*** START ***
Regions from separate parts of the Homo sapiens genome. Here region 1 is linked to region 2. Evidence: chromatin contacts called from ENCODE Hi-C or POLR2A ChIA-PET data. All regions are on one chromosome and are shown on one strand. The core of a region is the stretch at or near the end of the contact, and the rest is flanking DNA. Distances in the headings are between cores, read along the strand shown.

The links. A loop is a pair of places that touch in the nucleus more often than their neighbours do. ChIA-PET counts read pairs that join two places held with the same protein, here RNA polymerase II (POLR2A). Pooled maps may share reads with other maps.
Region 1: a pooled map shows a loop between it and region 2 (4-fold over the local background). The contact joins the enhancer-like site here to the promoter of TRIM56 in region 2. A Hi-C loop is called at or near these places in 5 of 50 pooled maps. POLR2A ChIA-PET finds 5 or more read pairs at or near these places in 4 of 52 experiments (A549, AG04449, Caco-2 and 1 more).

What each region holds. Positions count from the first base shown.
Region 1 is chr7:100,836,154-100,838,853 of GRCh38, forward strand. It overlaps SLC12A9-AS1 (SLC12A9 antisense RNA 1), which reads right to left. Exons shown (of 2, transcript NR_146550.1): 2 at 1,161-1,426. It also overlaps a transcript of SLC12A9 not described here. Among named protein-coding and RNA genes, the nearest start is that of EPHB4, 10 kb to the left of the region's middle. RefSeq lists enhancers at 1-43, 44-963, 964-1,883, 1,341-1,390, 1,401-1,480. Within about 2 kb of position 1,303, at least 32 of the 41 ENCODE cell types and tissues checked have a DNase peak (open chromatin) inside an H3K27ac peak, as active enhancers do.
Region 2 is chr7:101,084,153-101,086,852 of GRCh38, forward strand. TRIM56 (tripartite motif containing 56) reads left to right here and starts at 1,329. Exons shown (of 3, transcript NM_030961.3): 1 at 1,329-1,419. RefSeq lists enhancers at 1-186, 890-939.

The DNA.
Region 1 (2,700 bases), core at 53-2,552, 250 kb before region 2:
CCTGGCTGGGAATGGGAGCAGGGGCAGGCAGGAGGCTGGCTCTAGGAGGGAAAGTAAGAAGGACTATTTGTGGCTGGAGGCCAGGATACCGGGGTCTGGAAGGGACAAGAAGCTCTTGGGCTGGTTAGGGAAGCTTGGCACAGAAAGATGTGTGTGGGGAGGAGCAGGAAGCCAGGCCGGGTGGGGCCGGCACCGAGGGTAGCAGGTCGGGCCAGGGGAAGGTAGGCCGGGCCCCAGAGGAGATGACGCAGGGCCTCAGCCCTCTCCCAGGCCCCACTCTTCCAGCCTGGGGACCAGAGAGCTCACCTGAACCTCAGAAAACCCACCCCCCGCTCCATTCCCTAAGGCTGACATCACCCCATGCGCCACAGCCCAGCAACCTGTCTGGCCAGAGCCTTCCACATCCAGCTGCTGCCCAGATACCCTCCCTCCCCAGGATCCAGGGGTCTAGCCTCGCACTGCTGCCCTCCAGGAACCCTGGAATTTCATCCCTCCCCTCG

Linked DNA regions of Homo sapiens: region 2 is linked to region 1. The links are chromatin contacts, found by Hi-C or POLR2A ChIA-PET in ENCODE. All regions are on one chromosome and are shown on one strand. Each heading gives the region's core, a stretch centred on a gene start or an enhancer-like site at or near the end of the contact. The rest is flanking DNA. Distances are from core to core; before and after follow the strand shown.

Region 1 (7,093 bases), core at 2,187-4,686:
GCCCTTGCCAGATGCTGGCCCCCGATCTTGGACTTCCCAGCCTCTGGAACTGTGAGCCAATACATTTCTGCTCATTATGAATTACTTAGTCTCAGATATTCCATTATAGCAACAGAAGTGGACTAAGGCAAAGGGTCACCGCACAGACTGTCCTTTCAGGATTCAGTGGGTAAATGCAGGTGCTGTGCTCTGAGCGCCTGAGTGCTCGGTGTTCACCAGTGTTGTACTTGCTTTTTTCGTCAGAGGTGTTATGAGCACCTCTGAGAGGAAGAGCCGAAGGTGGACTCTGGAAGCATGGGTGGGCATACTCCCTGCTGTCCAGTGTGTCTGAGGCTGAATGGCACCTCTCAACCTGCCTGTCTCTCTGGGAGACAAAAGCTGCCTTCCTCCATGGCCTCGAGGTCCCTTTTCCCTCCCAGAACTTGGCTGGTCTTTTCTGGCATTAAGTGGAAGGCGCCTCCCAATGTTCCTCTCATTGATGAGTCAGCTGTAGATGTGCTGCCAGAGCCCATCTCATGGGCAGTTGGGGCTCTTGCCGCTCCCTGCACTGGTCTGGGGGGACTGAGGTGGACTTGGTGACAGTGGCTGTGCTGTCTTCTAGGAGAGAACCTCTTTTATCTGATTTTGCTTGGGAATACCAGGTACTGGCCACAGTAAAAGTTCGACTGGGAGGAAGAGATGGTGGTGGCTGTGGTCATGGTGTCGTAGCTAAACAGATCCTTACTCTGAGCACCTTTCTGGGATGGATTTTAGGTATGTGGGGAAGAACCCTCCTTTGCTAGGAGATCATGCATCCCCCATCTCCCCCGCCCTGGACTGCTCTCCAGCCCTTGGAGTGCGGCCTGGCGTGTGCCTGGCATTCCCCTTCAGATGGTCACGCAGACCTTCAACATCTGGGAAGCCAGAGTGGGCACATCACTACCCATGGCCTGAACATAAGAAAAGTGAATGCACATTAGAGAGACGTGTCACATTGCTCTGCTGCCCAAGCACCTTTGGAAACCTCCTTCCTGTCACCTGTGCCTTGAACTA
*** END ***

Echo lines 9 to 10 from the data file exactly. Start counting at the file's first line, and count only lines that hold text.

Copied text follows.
CCTGGCTGGGAATGGGAGCAGGGGCAGGCAGGAGGCTGGCTCTAGGAGGGAAAGTAAGAAGGACTATTTGTGGCTGGAGGCCAGGATACCGGGGTCTGGAAGGGACAAGAAGCTCTTGGGCTGGTTAGGGAAGCTTGGCACAGAAAGATGTGTGTGGGGAGGAGCAGGAAGCCAGGCCGGGTGGGGCCGGCACCGAGGGTAGCAGGTCGGGCCAGGGGAAGGTAGGCCGGGCCCCAGAGGAGATGACGCAGGGCCTCAGCCCTCTCCCAGGCCCCACTCTTCCAGCCTGGGGACCAGAGAGCTCACCTGAACCTCAGAAAACCCACCCCCCGCTCCATTCCCTAAGGCTGACATCACCCCATGCGCCACAGCCCAGCAACCTGTCTGGCCAGAGCCTTCCACATCCAGCTGCTGCCCAGATACCCTCCCTCCCCAGGATCCAGGGGTCTAGCCTCGCACTGCTGCCCTCCAGGAACCCTGGAATTTCATCCCTCCCCTCG

Linked DNA regions of Homo sapiens: region 2 is linked to region 1. The links are chromatin contacts, found by Hi-C or POLR2A ChIA-PET in ENCODE. All regions are on one chromosome and are shown on one strand. Each heading gives the region's core, a stretch centred on a gene start or an enhancer-like site at or near the end of the contact. The rest is flanking DNA. Distances are from core to core; before and after follow the strand shown.